SEC Charges San Francisco Bay Area Investment Adviser for Misleading Investors and Failing to Disclose Conflicts
Sept. 4, 2019
File No. 3-19413
September 4, 2019 - The Securities and Exchange Commission today announced that Mitchell J. Friedman, a principal of Corte Madera, Calif.-based investment advisory firm Sharpe 4 Capital LLC, agreed to settle charges that he failed to disclose material conflicts of interest arising from compensation he received from an investment that he recommended. Friedman also misled two investors who unknowingly purchased Friedman's own interest in that same investment.
According to the SEC's Order, Friedman failed to disclose that he entered into an agreement with a private fund that invested in foreclosed properties ("Foreclosure Fund"), pursuant to which Friedman was entitled to compensation based on the amount of investments he introduced to the Foreclosure Fund. Sharpe 4 Partners, L.P., a private fund advised by Friedman through his firm Sharpe 4 Capital, ultimately became the Foreclosure Fund's largest investor. From February 2013 to February 2014, Friedman received $54,464 in payments pursuant to the agreement.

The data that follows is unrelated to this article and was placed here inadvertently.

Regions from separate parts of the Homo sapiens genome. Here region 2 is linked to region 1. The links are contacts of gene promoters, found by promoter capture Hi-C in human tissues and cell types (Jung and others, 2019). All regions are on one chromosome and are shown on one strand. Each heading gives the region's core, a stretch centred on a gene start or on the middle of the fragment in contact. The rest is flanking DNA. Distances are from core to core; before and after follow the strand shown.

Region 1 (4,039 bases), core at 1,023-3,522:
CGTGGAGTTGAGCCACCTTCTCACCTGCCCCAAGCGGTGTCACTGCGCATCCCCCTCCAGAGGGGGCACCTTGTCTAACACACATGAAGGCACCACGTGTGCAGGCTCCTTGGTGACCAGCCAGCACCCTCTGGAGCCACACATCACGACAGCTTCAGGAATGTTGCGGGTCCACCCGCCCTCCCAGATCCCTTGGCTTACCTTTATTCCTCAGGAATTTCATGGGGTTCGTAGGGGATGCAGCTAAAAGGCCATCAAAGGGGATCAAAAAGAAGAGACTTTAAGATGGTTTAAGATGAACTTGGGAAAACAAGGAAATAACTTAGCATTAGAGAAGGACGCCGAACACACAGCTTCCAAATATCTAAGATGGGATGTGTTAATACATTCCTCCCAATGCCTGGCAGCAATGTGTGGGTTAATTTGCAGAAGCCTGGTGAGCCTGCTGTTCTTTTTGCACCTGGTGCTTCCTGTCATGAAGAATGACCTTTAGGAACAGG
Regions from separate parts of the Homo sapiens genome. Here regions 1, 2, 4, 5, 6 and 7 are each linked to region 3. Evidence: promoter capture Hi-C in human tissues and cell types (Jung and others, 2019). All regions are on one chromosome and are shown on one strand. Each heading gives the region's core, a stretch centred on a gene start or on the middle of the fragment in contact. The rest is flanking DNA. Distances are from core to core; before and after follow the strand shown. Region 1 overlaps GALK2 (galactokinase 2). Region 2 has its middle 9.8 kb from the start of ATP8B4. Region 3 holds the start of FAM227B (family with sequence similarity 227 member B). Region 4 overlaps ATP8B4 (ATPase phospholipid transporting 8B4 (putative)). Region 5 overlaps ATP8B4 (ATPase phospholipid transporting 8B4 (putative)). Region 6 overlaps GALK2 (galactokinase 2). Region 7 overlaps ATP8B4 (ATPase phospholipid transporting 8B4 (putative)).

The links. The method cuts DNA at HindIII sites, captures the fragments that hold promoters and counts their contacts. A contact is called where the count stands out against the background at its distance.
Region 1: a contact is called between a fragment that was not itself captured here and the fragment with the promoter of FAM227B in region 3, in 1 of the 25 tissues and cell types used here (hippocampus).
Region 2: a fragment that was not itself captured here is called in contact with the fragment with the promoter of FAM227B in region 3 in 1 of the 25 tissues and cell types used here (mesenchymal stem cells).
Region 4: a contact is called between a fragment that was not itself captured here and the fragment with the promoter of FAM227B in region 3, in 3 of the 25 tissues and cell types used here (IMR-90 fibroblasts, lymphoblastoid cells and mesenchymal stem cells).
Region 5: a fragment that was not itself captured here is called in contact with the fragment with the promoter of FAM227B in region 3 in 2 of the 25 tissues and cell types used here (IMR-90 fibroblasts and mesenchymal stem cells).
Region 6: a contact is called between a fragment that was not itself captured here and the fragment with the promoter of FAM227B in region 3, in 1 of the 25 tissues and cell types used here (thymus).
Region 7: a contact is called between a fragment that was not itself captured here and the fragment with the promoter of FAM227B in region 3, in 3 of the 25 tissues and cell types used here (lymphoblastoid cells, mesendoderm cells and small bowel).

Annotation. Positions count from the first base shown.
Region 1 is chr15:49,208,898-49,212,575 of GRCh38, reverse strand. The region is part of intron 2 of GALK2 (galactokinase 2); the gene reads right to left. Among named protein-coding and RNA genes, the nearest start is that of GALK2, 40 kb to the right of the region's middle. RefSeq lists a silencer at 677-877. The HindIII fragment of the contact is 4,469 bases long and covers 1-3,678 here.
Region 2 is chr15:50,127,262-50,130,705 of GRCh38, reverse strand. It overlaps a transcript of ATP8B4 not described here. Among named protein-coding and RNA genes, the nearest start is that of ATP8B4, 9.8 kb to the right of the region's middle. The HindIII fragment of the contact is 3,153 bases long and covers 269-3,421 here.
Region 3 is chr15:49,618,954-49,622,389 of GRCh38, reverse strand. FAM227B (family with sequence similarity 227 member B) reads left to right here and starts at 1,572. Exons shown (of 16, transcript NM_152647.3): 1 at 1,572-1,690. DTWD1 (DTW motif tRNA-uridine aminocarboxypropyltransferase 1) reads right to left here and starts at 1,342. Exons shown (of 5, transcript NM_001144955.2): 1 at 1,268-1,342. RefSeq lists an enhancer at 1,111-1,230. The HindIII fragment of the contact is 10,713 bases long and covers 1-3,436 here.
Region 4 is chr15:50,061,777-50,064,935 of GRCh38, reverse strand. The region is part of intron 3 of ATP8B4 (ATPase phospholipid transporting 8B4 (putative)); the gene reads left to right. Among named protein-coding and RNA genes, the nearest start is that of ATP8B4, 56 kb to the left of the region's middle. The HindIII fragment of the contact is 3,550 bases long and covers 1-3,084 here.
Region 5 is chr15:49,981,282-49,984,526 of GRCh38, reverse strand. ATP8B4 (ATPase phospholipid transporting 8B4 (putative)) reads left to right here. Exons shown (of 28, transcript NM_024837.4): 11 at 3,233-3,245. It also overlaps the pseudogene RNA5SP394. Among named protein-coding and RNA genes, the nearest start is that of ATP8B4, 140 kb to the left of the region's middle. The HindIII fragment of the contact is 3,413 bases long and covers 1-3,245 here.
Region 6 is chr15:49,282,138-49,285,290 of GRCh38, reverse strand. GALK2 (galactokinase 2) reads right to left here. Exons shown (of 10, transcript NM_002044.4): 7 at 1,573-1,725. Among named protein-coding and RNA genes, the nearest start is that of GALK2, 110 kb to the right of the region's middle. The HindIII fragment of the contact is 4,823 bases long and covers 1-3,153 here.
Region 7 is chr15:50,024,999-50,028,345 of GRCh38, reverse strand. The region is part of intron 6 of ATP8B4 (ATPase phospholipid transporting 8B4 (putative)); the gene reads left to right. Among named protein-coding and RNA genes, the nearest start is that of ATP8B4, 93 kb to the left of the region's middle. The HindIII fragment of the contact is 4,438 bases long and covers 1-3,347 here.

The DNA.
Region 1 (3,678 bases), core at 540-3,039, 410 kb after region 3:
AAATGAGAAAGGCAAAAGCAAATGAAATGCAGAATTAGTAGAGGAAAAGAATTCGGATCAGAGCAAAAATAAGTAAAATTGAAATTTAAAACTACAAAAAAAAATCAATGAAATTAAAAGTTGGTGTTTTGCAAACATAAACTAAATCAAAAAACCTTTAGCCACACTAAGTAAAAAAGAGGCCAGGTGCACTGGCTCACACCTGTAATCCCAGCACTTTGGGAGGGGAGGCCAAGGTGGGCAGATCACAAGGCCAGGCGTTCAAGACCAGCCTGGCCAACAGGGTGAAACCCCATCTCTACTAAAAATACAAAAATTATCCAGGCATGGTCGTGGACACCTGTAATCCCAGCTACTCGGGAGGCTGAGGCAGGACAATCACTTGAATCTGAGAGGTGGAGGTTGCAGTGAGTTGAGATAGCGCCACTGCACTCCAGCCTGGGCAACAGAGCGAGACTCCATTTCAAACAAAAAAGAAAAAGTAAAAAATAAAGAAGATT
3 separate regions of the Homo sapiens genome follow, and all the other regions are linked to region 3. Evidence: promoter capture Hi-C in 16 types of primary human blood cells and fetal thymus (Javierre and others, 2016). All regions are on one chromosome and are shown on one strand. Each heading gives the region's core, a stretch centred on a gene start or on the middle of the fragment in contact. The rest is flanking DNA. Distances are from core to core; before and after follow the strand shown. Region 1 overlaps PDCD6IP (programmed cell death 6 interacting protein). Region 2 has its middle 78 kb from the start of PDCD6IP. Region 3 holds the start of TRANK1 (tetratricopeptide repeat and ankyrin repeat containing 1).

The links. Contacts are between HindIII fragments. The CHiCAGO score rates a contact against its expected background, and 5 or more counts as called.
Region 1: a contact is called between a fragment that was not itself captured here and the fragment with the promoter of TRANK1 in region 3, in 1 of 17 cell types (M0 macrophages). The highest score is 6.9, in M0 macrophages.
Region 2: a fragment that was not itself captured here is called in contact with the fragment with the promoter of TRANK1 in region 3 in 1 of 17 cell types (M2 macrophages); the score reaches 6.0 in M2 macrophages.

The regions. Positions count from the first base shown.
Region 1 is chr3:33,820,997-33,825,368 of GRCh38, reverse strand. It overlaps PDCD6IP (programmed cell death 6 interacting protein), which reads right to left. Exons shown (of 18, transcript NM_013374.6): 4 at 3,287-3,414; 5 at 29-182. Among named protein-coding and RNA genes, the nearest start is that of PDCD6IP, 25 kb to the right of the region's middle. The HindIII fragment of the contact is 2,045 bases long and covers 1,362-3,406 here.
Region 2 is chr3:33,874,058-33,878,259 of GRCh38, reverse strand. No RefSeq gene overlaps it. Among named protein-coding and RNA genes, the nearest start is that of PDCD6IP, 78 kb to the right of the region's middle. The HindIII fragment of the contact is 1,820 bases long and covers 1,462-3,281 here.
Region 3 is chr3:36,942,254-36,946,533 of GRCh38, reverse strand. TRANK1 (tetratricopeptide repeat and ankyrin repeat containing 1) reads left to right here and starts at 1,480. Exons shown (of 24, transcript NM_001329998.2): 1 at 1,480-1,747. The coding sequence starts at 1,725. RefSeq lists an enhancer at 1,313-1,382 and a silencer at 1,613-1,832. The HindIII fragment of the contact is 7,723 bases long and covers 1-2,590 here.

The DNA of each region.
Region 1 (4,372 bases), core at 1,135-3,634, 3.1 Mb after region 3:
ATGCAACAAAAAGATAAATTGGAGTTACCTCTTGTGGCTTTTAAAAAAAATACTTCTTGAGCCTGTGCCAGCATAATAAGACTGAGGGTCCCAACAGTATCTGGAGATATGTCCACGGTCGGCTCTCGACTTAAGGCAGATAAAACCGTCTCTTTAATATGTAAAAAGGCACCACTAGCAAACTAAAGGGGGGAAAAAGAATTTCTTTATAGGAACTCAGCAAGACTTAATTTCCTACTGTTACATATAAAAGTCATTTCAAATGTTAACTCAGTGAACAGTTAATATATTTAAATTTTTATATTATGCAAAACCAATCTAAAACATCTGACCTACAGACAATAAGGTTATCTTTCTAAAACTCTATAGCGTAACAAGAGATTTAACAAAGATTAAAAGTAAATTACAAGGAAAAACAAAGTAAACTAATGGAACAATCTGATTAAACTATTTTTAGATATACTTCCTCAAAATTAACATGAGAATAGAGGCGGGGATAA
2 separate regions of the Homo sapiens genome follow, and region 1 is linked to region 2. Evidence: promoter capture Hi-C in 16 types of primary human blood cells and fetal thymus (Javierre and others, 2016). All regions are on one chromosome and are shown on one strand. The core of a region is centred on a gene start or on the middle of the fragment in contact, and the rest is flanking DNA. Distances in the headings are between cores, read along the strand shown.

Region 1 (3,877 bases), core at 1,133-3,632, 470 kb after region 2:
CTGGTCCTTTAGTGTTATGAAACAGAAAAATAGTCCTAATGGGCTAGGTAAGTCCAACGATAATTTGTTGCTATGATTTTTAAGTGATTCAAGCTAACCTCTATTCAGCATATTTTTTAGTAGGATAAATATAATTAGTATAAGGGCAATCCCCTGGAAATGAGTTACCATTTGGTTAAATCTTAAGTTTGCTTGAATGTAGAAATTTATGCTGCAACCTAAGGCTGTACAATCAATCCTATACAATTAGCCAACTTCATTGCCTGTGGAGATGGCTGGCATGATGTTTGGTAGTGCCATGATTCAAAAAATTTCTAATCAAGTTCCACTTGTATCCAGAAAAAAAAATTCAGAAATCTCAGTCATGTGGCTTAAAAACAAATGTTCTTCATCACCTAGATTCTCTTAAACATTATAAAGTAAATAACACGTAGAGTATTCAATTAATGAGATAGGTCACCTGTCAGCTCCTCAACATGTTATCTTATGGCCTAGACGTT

Additionally, the Order finds that Friedman misled two individuals who invested $300,000 in the Foreclosure Fund in January 2014. Friedman initially told these investors that they were purchasing the interest of a young investor who was withdrawing to buy a home. Instead, Friedman directed that the $300,000 be used to purchase a portion of Friedman's own investment in the Foreclosure Fund. In September 2014, the Foreclosure Fund announced that it would wind down due to low returns resulting from poor performance and a corresponding rise in redemption requests.
The SEC's Order found that Friedman violated the antifraud provisions of Sections 206(2) and 206(4) of the Investment Advisers Act of 1940 and Rule 206(4)-8 thereunder. Without admitting or denying the SEC's findings, Friedman consented to a cease-and-desist order, and agreed to pay disgorgement and prejudgment interest of $86,335 and a civil penalty of $94,713. Friedman also consented to the entry of an associational bar and investment company bar, with the right to reapply after one year.
The SEC's investigation was conducted by Serafima K. McTigue and Ellen Chen of the San Francisco Regional Office and supervised by Monique C. Winkler and Erin E. Schneider. An examination of Sharpe 4 Capital led to the investigation and was conducted by Karah P. To, Ada C. Chee, Matthew M. O'Toole, and Edward G. Haddad.